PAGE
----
The tribe is represented in Europe by 5 species of 3 genera. Lachnocrepis prolix (Bates, 1873) is a widespread Palaearctic species that extends west into parts of central Europe. Lonchosternus LaFerte-Senectere, 1851 includes 2 European species; L. angolensis (Erichson, 1843) occurs in North Africa and a few northern Mediterranean areas while L. hispanicus (Dejean, 1826) is restricted to parts of Portugal, Spain and North West Africa. Oodes includes about 50 species and is Holarctic in distribution, extending south into tropical Africa and the Oriental and Australasian regions but only two very widespread though local Palaearctic species of occur throughout most of Europe; O. helopioides (Fabricius, 1792) extends north into Fennoscandia and the UK while O. gracilis Villa & Villa, 1833 is more sparse in northern areas; it is absent from the UK and in Fennoscandia known from only a single site in Sweden.
PANAGAEINI Bonelli, 1810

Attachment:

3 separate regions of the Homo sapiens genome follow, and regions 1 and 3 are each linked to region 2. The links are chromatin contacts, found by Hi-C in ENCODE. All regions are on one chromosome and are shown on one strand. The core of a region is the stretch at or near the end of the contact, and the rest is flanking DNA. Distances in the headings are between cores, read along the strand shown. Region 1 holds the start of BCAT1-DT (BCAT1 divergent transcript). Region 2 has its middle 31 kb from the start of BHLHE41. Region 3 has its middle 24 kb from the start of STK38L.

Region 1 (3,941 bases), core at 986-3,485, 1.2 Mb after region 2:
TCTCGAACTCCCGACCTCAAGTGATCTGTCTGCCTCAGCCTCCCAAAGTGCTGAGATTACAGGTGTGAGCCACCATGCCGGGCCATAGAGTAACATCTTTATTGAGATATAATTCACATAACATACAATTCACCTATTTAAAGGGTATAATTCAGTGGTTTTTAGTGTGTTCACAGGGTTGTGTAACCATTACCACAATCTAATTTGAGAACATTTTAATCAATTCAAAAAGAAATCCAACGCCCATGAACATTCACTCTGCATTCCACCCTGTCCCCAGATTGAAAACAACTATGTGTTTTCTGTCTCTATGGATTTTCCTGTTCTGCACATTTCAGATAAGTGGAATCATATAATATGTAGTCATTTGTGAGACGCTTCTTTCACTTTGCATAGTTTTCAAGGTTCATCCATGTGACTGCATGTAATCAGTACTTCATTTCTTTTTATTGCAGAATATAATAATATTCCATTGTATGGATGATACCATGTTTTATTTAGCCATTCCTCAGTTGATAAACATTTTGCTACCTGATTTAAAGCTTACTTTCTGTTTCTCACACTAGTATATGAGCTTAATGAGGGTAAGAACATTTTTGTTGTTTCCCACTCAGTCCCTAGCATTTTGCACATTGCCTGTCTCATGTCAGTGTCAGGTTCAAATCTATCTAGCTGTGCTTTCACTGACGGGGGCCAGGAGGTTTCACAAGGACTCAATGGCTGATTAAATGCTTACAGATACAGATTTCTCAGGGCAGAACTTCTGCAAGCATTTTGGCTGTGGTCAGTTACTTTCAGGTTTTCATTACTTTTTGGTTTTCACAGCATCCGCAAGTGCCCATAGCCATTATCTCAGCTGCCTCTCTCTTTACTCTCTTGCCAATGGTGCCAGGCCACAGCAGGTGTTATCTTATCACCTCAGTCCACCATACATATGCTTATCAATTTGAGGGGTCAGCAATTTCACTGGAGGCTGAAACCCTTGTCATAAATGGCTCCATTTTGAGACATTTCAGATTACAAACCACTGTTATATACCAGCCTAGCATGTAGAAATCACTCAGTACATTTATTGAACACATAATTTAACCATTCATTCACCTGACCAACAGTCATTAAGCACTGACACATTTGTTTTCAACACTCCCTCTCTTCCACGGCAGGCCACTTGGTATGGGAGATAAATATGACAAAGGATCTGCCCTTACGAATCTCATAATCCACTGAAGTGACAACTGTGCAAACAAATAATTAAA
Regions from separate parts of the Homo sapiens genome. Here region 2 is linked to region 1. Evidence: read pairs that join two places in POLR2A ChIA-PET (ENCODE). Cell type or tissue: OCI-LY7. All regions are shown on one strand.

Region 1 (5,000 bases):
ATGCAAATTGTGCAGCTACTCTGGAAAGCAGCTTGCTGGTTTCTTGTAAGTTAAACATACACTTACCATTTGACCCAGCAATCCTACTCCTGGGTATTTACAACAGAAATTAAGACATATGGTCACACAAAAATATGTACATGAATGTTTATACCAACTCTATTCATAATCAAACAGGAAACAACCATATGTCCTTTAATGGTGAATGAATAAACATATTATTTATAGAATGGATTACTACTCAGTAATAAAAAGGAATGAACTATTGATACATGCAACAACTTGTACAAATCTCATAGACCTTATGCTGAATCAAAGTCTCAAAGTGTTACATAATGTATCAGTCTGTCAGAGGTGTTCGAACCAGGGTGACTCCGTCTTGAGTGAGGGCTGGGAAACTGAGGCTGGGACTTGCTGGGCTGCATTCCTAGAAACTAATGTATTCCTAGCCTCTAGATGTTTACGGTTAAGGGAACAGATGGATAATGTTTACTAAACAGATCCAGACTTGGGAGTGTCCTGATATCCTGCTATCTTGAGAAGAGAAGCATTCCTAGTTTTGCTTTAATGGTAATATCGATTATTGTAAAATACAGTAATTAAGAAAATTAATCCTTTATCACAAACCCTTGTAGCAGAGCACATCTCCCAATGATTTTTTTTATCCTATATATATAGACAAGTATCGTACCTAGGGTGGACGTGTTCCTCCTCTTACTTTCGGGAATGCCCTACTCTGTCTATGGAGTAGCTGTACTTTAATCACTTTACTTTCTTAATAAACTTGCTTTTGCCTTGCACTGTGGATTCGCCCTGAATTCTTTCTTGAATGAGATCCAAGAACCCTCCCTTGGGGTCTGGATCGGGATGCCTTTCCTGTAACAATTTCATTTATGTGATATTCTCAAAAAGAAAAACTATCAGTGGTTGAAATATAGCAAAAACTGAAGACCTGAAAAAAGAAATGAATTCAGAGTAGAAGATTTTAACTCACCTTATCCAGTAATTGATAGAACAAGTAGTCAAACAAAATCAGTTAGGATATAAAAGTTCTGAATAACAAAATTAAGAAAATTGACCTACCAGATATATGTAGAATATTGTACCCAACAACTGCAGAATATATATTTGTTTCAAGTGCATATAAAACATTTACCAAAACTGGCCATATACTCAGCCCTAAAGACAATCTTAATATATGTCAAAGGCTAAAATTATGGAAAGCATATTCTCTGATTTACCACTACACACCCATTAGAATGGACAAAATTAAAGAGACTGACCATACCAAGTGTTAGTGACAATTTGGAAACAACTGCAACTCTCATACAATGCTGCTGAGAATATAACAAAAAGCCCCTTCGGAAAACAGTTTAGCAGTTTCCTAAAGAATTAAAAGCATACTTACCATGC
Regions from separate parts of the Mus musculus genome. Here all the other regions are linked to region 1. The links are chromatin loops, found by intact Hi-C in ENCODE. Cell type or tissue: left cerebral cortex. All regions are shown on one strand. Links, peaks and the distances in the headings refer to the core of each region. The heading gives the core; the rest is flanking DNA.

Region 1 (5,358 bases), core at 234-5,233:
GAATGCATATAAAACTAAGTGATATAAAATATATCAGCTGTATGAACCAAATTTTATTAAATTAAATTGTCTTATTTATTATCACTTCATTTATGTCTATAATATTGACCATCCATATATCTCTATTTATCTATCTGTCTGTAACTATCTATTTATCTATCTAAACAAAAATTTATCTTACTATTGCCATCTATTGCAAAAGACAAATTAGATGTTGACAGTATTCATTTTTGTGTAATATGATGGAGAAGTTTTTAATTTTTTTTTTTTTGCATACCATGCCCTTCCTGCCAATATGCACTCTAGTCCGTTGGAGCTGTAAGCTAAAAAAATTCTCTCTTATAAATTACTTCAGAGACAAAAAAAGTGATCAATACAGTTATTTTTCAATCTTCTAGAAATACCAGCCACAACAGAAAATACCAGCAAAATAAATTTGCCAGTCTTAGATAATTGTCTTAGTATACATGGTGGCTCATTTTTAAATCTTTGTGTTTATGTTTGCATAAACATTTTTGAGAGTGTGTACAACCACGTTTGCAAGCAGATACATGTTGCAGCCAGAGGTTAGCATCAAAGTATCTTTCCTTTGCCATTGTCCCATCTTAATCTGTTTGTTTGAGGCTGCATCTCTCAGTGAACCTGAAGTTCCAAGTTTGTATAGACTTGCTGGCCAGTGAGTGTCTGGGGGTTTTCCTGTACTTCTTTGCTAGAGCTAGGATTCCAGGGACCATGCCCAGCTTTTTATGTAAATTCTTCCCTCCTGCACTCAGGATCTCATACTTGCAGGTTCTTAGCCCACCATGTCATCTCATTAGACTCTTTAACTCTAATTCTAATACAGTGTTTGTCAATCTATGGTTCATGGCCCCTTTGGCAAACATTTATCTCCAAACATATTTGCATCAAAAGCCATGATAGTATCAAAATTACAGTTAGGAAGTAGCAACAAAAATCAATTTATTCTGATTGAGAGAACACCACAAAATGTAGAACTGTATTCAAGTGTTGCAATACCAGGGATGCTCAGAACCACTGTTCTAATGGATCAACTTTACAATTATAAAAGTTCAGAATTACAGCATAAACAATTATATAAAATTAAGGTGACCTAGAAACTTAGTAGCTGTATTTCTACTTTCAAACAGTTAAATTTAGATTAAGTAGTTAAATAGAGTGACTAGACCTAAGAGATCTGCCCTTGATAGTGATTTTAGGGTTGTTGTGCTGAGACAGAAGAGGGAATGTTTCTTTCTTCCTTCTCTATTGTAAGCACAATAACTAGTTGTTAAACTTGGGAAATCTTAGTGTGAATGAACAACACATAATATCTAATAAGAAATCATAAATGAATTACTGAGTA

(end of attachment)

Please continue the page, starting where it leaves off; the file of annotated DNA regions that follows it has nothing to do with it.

Panagaeini, sometimes known as hairy ground beetles, includes almost 300 species, it is represented in all the major biogeographical regions and is by far most diverse in tropical areas; of the Holarctic fauna about 40 species are Palaearctic and a further 4 occur in North America. The group includes some well-known tropical genera e.g. the Afrotropical Tefflus Leach, 1819, with about 15 species, includes a few large, >50mm, and impressive nocturnal predators that can run rapidly and inflict a serious bite (although a common name for the genus is ‘peaceful giant ground beetles’), they are entirely shiny black and very finely pubescent, strongly constricted and with convex elytral interstices that gives them a characteristic appearance. Most species of the tribe are medium sized, elongate and discontinuous in outline and many have a characteristic colour pattern of large red or yellow elytral maculae contrasting with a darker ground colour, all members of the tribe are pubescent, at least to some extent and usually substantially so, and most are strongly punctured and sculptured dorsally, a general feature of most species is a more-or-less quadrate pronotum being widest about the middle, strongly narrowed to the front and rear and lacking any well-defined basal fovea, but some tropical species are very atypical e.g. species of the Neotropical genus Brachygnathus Perty, 1830 are only very finely pubescent, appearing almost glabrous, have an elongate and strongly foveate pronotum, rounded, entirely deep metallic green elytra and lack strong dorsal punctures or sculpture. The familiar Panagaeus Latreille, 1802 includes 15 species of which 7 occur in the New World and 8 in the Palaearctic region although most are distributed in Asia and only 2 very widespread species extend west into Europe, including the UK.